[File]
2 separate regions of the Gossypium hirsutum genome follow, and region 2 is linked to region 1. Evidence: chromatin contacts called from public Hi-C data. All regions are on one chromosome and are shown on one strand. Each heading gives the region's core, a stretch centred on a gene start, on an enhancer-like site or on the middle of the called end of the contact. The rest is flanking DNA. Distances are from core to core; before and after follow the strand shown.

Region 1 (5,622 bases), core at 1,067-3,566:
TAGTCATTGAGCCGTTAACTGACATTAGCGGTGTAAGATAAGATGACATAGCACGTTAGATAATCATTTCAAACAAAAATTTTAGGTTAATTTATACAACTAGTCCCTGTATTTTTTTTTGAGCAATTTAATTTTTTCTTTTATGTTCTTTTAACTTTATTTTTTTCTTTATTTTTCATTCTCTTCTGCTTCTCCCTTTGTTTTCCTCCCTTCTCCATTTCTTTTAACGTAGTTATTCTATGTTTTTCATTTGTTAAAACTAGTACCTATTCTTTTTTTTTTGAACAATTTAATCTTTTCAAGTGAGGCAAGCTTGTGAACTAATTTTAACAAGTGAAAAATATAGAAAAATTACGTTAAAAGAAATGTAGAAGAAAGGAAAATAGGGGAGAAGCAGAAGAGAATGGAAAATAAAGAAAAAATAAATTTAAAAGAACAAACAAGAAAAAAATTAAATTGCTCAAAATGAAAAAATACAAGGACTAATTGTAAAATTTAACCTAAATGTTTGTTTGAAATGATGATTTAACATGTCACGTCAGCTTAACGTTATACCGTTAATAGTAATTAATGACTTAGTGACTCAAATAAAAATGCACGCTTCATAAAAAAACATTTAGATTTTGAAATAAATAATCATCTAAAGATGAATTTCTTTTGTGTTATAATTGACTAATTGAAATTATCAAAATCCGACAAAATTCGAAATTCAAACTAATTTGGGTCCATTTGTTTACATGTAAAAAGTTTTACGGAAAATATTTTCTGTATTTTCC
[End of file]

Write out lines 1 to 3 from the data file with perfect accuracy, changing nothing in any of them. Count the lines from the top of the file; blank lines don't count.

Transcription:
2 separate regions of the Gossypium hirsutum genome follow, and region 2 is linked to region 1. Evidence: chromatin contacts called from public Hi-C data. All regions are on one chromosome and are shown on one strand. Each heading gives the region's core, a stretch centred on a gene start, on an enhancer-like site or on the middle of the called end of the contact. The rest is flanking DNA. Distances are from core to core; before and after follow the strand shown.

Region 1 (5,622 bases), core at 1,067-3,566:
TAGTCATTGAGCCGTTAACTGACATTAGCGGTGTAAGATAAGATGACATAGCACGTTAGATAATCATTTCAAACAAAAATTTTAGGTTAATTTATACAACTAGTCCCTGTATTTTTTTTTGAGCAATTTAATTTTTTCTTTTATGTTCTTTTAACTTTATTTTTTTCTTTATTTTTCATTCTCTTCTGCTTCTCCCTTTGTTTTCCTCCCTTCTCCATTTCTTTTAACGTAGTTATTCTATGTTTTTCATTTGTTAAAACTAGTACCTATTCTTTTTTTTTTGAACAATTTAATCTTTTCAAGTGAGGCAAGCTTGTGAACTAATTTTAACAAGTGAAAAATATAGAAAAATTACGTTAAAAGAAATGTAGAAGAAAGGAAAATAGGGGAGAAGCAGAAGAGAATGGAAAATAAAGAAAAAATAAATTTAAAAGAACAAACAAGAAAAAAATTAAATTGCTCAAAATGAAAAAATACAAGGACTAATTGTAAAATTTAACCTAAATGTTTGTTTGAAATGATGATTTAACATGTCACGTCAGCTTAACGTTATACCGTTAATAGTAATTAATGACTTAGTGACTCAAATAAAAATGCACGCTTCATAAAAAAACATTTAGATTTTGAAATAAATAATCATCTAAAGATGAATTTCTTTTGTGTTATAATTGACTAATTGAAATTATCAAAATCCGACAAAATTCGAAATTCAAACTAATTTGGGTCCATTTGTTTACATGTAAAAAGTTTTACGGAAAATATTTTCTGTATTTTCC